Though some of the humor is of the 19-year-old boy variety, the majority of the jokes transcend Bo's age, and the album is worth multiple listens.
Listening to Williams’s comedy act, Weapons of Self Destruction, I was disappointed at how un-funny I found most of his material. Though you could argue that I was not his intended audience—as many of his bits centered on sex, masturbation, and profanity, something thought of as “boy humor” – I expected to enjoy the comedy special more than I did.
Williams did make me laugh, however, with his political jokes. Though those bits mainly consisted of one-sentence summaries of current events that would surprise people from the past, Williams had the timing down and edited these “headlines” in a way to maximize their humor.
In the future world portrayed in Repo Men, scientists have discovered how to create artificial organs so that those who need replacements do not need to wait for a donor. However, these organs are incredibly expensive, and most who need them are forced to participate in installment payment plans with high interest rates. If these people are unable to keep up with their payments, the company who sold the organs returns to repossess them. This is where Remy (Jude Law) the protagonist comes in. Originally working as one of these repo men, Remy is forced to accept a synthetic heart when some of his repo equipment backfires. He is unable to keep up with his payments, and soon finds himself hiding from the repo men. He flees with Beth (Alice Braga) a woman who herself has several organs up for repossession.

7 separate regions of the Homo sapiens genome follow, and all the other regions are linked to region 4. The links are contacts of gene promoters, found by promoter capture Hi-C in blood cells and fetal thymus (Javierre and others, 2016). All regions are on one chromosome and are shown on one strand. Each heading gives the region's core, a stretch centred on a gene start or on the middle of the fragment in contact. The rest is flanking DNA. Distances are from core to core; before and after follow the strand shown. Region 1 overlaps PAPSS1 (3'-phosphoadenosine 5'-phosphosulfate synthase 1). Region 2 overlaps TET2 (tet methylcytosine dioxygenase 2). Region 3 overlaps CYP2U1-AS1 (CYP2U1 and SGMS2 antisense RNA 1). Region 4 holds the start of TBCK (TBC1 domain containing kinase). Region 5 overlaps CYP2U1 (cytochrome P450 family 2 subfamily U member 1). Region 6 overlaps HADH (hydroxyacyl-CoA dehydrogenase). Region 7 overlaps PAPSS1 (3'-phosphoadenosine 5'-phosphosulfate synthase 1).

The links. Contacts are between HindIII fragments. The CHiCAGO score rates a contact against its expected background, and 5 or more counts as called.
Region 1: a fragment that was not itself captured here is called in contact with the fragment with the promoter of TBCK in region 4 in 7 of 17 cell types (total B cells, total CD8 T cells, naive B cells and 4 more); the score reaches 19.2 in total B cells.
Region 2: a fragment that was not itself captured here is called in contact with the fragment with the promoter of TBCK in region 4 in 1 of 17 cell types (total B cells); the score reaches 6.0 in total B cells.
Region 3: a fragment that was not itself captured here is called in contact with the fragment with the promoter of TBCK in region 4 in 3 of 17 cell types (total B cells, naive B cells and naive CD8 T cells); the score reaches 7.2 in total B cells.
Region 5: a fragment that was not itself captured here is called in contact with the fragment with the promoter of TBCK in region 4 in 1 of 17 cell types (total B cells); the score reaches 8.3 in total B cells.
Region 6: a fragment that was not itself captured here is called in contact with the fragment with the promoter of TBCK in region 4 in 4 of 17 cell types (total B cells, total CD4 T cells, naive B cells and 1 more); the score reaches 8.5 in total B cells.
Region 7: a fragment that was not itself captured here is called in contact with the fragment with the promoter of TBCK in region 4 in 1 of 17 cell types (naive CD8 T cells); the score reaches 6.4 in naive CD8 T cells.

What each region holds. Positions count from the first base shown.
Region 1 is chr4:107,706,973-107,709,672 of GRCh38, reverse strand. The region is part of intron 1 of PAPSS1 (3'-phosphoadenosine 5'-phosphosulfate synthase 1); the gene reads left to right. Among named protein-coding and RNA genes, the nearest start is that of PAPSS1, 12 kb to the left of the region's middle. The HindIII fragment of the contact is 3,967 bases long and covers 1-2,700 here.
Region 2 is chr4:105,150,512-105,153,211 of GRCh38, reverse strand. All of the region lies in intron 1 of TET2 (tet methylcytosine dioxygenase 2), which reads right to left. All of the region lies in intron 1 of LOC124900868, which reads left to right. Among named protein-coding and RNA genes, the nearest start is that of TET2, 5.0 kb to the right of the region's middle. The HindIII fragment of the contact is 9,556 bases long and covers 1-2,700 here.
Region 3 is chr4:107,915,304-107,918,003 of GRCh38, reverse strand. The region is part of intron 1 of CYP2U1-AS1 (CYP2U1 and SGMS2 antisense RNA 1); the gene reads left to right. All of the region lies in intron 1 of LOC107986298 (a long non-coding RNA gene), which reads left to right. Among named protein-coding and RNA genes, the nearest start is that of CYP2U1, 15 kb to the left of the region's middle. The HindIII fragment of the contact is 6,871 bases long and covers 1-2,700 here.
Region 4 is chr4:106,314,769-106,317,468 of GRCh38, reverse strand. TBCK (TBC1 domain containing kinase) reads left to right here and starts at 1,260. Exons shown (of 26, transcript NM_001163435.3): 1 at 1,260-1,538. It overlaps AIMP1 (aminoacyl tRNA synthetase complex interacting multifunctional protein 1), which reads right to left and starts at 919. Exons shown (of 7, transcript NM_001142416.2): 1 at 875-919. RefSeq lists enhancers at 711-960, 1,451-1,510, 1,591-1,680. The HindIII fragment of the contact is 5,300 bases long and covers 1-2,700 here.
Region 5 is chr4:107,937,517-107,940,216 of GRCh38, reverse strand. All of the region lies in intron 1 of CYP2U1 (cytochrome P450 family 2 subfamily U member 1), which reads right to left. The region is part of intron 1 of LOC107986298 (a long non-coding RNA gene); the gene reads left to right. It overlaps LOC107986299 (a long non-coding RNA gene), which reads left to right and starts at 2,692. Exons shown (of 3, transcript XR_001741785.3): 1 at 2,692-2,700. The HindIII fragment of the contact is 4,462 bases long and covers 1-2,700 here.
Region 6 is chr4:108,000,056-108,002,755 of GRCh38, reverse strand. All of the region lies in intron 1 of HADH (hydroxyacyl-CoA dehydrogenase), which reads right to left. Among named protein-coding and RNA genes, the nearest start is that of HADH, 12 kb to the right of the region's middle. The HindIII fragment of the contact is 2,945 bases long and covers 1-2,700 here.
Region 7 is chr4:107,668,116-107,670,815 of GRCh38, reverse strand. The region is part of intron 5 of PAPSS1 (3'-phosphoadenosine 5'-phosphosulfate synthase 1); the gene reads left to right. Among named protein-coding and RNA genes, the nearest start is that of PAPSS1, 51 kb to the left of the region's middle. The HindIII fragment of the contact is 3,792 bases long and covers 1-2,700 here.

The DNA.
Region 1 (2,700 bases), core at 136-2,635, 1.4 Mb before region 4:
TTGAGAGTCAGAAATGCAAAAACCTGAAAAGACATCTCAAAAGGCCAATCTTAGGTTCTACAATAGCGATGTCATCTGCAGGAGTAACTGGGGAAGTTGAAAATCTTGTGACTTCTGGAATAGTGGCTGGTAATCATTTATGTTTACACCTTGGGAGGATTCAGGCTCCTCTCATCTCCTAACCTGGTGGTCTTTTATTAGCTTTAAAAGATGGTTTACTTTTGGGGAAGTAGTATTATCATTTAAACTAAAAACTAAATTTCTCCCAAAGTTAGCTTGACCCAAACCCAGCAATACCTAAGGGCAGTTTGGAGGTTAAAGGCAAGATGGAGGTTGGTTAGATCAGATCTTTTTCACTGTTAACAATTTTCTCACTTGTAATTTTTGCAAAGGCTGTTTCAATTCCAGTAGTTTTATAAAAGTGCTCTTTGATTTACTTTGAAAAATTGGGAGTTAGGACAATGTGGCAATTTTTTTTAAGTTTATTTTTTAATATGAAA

Though the violent story was certainly not to my liking, what bothered me the most was how little I cared for the characters. The romance between Beth and Remy seems to come out of nowhere, and it is never really clear why Remy cares so much about her.
Additionally, though Repo Men’s concept seems like one that should have a deeper message, it doesn’t succeed in conveying one more sophisticated than “the United States is capitalistic.” I wanted more.
One thing I did like about the movie, though, was its heavy use of vocal jazz standards in the soundtrack. The sharp contrast between the violent futuristic world and the familiar, romantic tunes of the past worked for me.
Though the majority of the program is about science, it doesn't deal with it in a dry way. Tyson is hilarious! But the jokes didn't stop me from learning things (like, did you know that before the planet was named, Americans associated the name Pluto with a laxative? Or, that if the sun was represented by a balloon with an 8-foot diameter, the relative-size of Pluto could be represented by a ball bearing from a roller skate?)